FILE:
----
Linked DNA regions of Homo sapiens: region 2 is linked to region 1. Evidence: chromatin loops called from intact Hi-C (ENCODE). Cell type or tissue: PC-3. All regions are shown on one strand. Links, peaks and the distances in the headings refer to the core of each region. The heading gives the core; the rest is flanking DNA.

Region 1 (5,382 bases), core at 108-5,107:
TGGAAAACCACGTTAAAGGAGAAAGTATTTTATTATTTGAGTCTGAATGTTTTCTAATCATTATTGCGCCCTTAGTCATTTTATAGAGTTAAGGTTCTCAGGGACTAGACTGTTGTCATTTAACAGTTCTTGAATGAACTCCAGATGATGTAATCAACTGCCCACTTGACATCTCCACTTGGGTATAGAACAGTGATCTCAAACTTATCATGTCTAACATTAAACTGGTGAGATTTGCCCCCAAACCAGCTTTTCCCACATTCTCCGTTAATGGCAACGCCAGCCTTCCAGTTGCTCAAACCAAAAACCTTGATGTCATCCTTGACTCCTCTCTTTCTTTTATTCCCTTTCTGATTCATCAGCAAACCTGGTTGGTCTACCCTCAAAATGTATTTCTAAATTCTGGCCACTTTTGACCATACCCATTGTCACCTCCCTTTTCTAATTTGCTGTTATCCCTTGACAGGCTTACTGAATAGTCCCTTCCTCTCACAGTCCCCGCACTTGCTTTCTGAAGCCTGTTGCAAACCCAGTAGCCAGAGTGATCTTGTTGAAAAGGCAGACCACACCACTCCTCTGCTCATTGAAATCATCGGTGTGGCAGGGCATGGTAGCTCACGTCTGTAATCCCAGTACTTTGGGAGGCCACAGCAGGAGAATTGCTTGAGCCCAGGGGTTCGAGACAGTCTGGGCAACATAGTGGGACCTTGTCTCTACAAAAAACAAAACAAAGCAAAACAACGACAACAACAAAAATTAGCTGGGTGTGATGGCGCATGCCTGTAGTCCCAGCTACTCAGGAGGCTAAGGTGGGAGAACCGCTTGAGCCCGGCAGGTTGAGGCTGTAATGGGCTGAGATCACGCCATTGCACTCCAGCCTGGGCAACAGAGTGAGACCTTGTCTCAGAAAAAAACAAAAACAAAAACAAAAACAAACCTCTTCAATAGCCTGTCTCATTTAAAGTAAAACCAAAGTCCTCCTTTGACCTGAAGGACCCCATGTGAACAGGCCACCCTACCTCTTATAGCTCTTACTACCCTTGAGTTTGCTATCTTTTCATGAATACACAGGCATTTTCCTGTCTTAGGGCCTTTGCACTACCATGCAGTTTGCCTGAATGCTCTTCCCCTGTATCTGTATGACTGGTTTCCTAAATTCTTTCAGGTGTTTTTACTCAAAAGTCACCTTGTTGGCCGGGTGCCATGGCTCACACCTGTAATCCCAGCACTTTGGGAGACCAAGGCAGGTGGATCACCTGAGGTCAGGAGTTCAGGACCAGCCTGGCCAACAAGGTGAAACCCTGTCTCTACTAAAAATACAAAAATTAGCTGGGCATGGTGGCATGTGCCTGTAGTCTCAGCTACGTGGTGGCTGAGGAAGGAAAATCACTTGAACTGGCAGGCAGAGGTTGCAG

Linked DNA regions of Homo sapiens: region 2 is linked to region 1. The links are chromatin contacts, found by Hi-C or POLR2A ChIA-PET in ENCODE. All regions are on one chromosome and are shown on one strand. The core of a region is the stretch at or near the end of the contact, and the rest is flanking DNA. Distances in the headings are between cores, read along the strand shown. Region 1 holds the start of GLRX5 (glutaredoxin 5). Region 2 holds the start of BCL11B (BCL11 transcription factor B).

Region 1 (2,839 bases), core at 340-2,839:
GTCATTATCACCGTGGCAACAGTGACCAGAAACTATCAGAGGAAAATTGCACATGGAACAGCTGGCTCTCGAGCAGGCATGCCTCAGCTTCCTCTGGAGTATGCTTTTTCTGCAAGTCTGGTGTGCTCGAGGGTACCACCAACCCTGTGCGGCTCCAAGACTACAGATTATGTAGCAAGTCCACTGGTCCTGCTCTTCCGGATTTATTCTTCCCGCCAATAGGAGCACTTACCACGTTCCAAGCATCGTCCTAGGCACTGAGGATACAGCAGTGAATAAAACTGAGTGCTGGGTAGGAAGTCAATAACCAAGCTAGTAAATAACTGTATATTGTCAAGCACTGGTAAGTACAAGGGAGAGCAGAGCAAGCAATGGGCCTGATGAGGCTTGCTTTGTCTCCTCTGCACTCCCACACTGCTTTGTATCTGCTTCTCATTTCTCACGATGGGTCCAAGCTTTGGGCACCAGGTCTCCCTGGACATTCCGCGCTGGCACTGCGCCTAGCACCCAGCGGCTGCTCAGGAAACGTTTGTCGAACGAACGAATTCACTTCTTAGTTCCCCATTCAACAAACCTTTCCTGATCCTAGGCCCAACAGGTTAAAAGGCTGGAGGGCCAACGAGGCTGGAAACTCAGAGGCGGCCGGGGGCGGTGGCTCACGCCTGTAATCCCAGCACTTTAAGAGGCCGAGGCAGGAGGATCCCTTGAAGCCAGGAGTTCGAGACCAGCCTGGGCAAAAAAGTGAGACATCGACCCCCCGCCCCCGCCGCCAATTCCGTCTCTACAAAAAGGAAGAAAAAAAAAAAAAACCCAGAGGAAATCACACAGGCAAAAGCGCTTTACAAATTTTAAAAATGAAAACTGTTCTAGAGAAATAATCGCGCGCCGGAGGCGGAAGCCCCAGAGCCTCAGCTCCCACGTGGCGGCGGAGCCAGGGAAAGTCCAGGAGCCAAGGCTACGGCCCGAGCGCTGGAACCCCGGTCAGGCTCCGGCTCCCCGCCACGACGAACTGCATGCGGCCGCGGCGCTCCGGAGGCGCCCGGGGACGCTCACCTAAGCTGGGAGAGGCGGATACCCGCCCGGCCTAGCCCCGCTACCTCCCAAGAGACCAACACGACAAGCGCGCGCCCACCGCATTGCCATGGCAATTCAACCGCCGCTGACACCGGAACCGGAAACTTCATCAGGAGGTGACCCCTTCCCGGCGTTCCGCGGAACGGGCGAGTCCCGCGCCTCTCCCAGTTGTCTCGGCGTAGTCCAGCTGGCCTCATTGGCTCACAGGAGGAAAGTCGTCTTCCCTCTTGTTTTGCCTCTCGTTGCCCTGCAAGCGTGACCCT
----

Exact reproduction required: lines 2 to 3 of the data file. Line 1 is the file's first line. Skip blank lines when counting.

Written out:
Region 1 (5,382 bases), core at 108-5,107:
TGGAAAACCACGTTAAAGGAGAAAGTATTTTATTATTTGAGTCTGAATGTTTTCTAATCATTATTGCGCCCTTAGTCATTTTATAGAGTTAAGGTTCTCAGGGACTAGACTGTTGTCATTTAACAGTTCTTGAATGAACTCCAGATGATGTAATCAACTGCCCACTTGACATCTCCACTTGGGTATAGAACAGTGATCTCAAACTTATCATGTCTAACATTAAACTGGTGAGATTTGCCCCCAAACCAGCTTTTCCCACATTCTCCGTTAATGGCAACGCCAGCCTTCCAGTTGCTCAAACCAAAAACCTTGATGTCATCCTTGACTCCTCTCTTTCTTTTATTCCCTTTCTGATTCATCAGCAAACCTGGTTGGTCTACCCTCAAAATGTATTTCTAAATTCTGGCCACTTTTGACCATACCCATTGTCACCTCCCTTTTCTAATTTGCTGTTATCCCTTGACAGGCTTACTGAATAGTCCCTTCCTCTCACAGTCCCCGCACTTGCTTTCTGAAGCCTGTTGCAAACCCAGTAGCCAGAGTGATCTTGTTGAAAAGGCAGACCACACCACTCCTCTGCTCATTGAAATCATCGGTGTGGCAGGGCATGGTAGCTCACGTCTGTAATCCCAGTACTTTGGGAGGCCACAGCAGGAGAATTGCTTGAGCCCAGGGGTTCGAGACAGTCTGGGCAACATAGTGGGACCTTGTCTCTACAAAAAACAAAACAAAGCAAAACAACGACAACAACAAAAATTAGCTGGGTGTGATGGCGCATGCCTGTAGTCCCAGCTACTCAGGAGGCTAAGGTGGGAGAACCGCTTGAGCCCGGCAGGTTGAGGCTGTAATGGGCTGAGATCACGCCATTGCACTCCAGCCTGGGCAACAGAGTGAGACCTTGTCTCAGAAAAAAACAAAAACAAAAACAAAAACAAACCTCTTCAATAGCCTGTCTCATTTAAAGTAAAACCAAAGTCCTCCTTTGACCTGAAGGACCCCATGTGAACAGGCCACCCTACCTCTTATAGCTCTTACTACCCTTGAGTTTGCTATCTTTTCATGAATACACAGGCATTTTCCTGTCTTAGGGCCTTTGCACTACCATGCAGTTTGCCTGAATGCTCTTCCCCTGTATCTGTATGACTGGTTTCCTAAATTCTTTCAGGTGTTTTTACTCAAAAGTCACCTTGTTGGCCGGGTGCCATGGCTCACACCTGTAATCCCAGCACTTTGGGAGACCAAGGCAGGTGGATCACCTGAGGTCAGGAGTTCAGGACCAGCCTGGCCAACAAGGTGAAACCCTGTCTCTACTAAAAATACAAAAATTAGCTGGGCATGGTGGCATGTGCCTGTAGTCTCAGCTACGTGGTGGCTGAGGAAGGAAAATCACTTGAACTGGCAGGCAGAGGTTGCAG